Product Discovery Techniques #2: Ideation
This is the second article of Product Discovery Techniques series. (Here is the first article on Inspiration)
Let’s, first remember what Discovery was about. Discovery has three major parts.
- Inspiration: Learn as much as possible as fast as possible.
- Ideation: Generate as many ideas as possible as fast as possible.
- Testing: Iterate as much as possible as fast as possible.
The main purpose of Discovery to make sure that we are going to be Defining & Designing the right thing. Discovery ensures (as much as possible) we’re working on the right thing because it;
- Provides us with a 360 view on the problem
- Helps us consider as many solution alternatives as possible
- Enables us to remove biases through collaboration and testing
Is that what Jared Spool calls “Executive Swoop and Poop”?
Why Ideation Matters
There are many good teams producing mediocre products. They have talented, knowledgeable, smart people but still end up with mediocrity. Why? One of the main reasons I see is that hey don’t have good ideas in the first place.
Tell me if this sounds familiar: ”If, we (the creative product people) were given enough time to think then we’d come up with the best ideas! But we don’t have enough time/resources/tools.” That is a common misconception and we, the problem solvers, should do something about it.
Creativity is Something We Do, Not Something We Possess by Nature
Without a doubt, we take idea generation for granted. We all know that “let’s have a brainstorming session” doesn’t work but still hesitate going beyond that. We need structure to be creative. Yeah, that sounds like an oxymoron but I urge you to remember the last time you brainstormed without any clear structure. Did you, too, think “Damn! I have no good ideas 😕” ?
So, in order not to waste all that precious Inspiration effort, we better have some structure. It’s not difficult to facilitate creativity if we rely on methods but otherwise it’s really difficult. Because there is a lot of misconception about creativity which turned it into a myth. James Clear has a very good summary here which I believe capture the essence very well.
Hidden Benefits of Ideation
Ideation shouldn’t be kept reserved to only product people. That’s against the idea of Ideation. We need diversity (given the participants have a level of attachment to the case at hand and willingness to participate in Ideation)in order to gain several perspectives at once and get more dots to connect.
When done as a team, Ideation strengthens team bonds. Since it is a fun thing to do and happens in a collaborative and constructive manner, colleagues develop much more positive perspectives on each other.
On an individual level, Ideation increases self confidence and motivation because we get to be creative and autonomous during the whole process.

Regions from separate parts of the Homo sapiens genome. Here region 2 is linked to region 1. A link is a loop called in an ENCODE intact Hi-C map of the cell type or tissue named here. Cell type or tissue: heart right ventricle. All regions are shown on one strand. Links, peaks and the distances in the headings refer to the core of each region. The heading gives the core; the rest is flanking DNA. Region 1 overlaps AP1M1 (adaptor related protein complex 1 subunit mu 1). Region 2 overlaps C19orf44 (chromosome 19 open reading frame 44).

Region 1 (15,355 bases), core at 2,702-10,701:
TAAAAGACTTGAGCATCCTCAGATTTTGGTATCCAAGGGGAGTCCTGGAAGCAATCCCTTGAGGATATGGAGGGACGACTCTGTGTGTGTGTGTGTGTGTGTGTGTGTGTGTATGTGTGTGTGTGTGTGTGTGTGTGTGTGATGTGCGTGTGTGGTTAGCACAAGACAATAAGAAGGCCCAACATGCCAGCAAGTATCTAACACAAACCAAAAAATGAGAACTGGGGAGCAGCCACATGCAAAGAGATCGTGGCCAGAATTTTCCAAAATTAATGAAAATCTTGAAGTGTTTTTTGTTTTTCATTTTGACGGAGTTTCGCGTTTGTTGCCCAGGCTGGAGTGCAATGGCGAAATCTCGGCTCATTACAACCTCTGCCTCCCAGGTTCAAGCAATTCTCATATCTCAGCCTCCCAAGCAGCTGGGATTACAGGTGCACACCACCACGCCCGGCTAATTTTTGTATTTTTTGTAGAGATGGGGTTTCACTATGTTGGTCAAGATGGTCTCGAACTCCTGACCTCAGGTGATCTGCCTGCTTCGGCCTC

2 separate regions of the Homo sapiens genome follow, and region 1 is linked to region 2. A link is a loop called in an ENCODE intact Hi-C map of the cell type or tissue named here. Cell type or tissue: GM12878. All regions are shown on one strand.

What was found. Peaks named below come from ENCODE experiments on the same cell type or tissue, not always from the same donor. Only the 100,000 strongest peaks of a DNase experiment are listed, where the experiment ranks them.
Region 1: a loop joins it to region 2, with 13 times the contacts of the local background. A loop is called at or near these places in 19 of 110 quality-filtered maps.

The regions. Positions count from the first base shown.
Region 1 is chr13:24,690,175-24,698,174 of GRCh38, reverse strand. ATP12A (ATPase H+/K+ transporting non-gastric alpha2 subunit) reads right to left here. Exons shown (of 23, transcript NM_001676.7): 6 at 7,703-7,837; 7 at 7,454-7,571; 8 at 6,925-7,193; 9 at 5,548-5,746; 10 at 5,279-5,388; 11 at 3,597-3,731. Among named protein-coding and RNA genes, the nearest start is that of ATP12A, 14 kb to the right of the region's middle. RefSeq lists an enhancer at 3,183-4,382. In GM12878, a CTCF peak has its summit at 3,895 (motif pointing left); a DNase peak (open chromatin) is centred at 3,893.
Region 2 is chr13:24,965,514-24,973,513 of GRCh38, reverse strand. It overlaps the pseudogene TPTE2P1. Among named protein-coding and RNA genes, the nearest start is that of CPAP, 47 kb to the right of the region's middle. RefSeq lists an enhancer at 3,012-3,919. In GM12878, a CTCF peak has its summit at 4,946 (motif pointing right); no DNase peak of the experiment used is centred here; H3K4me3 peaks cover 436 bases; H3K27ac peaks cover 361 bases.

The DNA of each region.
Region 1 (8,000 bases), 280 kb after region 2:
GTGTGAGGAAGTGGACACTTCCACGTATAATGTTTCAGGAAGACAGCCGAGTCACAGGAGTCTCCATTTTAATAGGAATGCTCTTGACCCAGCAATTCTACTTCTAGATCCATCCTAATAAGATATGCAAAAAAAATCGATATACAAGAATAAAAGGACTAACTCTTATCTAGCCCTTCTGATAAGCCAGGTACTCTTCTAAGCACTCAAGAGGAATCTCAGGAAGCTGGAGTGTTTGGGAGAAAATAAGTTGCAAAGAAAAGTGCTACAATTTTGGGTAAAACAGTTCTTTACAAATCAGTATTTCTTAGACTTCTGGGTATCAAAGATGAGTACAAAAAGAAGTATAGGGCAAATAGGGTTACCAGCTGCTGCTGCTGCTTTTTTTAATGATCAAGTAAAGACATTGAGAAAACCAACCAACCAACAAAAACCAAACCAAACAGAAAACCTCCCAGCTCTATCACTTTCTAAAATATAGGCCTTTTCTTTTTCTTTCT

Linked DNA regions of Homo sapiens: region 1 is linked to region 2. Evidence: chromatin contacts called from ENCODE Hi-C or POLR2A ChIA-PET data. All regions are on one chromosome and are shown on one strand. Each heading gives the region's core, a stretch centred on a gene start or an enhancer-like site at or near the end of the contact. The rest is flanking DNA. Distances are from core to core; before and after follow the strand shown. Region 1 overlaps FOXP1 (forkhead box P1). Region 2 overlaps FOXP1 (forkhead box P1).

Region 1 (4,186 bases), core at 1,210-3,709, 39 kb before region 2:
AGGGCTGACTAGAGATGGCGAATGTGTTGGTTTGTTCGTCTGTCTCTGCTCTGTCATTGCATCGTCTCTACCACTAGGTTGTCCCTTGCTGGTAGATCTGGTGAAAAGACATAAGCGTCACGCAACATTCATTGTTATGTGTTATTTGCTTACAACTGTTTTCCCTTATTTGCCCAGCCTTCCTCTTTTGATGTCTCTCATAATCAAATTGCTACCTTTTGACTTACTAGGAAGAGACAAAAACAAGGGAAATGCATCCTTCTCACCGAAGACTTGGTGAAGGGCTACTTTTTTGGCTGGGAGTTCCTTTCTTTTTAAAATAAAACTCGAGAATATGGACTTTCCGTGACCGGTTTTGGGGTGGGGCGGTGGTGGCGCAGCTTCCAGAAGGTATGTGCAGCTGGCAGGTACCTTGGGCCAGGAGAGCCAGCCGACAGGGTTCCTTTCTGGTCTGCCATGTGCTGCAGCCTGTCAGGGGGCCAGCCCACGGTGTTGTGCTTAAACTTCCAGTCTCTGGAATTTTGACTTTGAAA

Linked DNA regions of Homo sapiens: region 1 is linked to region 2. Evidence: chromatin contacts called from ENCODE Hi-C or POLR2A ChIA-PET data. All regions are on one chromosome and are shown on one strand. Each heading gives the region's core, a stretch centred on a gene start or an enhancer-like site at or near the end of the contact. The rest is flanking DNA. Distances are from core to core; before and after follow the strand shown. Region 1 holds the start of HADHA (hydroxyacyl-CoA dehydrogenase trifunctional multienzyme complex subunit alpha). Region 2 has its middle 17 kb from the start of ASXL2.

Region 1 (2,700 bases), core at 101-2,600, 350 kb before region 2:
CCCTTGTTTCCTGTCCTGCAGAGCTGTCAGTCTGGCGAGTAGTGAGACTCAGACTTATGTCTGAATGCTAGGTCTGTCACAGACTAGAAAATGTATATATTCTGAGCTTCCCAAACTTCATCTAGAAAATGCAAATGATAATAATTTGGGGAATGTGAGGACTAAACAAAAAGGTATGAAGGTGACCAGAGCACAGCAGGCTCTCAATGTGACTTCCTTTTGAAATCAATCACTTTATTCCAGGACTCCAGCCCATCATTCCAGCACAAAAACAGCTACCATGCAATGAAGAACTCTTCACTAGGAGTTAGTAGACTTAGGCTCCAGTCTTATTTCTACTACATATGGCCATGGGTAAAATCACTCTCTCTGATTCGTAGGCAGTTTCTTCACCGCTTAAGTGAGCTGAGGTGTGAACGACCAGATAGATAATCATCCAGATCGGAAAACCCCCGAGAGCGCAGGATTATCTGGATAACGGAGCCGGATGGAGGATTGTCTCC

And finally, having a chance to voice their ideas and see which ideas gets chosen why help them internalize the final decisions much better.
Ideation in A Nutshell
- Make Inspiration Data Usable
- Generate Ideas
- Prioritize Ideas
Make Inspiration Data Usable
From Research to Design with Pen & Paper — Power of pen and paper proven once again.
Communicating User Research Findings — A comprehensive guide including deliverables from simple photos to Findings and Recommendations Matrix.
How to Turn User Research into Usable Data — A simple guide to turn messy research results into usable data.
7 Rules of Ideation — This page is for brainstorming but I’d suggest you to focus on the 7 Rules. They hold true for the whole Ideation process.
Ideation Methods — Well categorised and described Ideation Methods. Filter using Generate Ideas category.
Gamestorming — Many, many tools for almost any kind of activity you can imagine.
Using Brainwriting For Rapid Idea Generation — Brainwriting is an easy alternative to face-to-face brainstorming, which often yields more ideas in less time than group brainstorming.
Ideation Tools by Innowiz — This site is looking a bit ugly but very rich and simple content wise.
Thinkertoys: A Handbook of Creative-Thinking Techniques — I love this book. Very well structured, fun to read and apply, really empowering. I use a couple techniques like Cherry Split almost daily.
Product Strategy Means Saying No — When building a product you have to be great at saying No. Not ‘maybe’ or ‘later’. ‘No’ is the strategy for delivering a cohesive, well defined product.
The Simple Rule for Feature Prioritization — Ask these questions at every stage of product management.
What is a Good Product Idea? — How can we understand if an idea is good or not? This is a good guide to evaluate on the spot.
How to Pick Winning Product Features — This method looks at choosing product ideas from a user and market perspective which is a unique and insightful way to pick ideas.
20 Product Prioritization Techniques — An in-depth overview of 20 product prioritization techniques and a periodic table to make sense of them all.
RICE: Simple prioritization for product managers — Prioritization is a challenge for any product manager. How do you decide what to work on first? Intercom created a simple scoring system to help.
Ideation is one of my favorite parts of product design. It is the part which doesn’t feel like work at all because it’s a lot of fun. However, successful product design and development requires more than good ideas. It requires principles, and a framework covering the whole product development and design process, from strategy to development and optimization.
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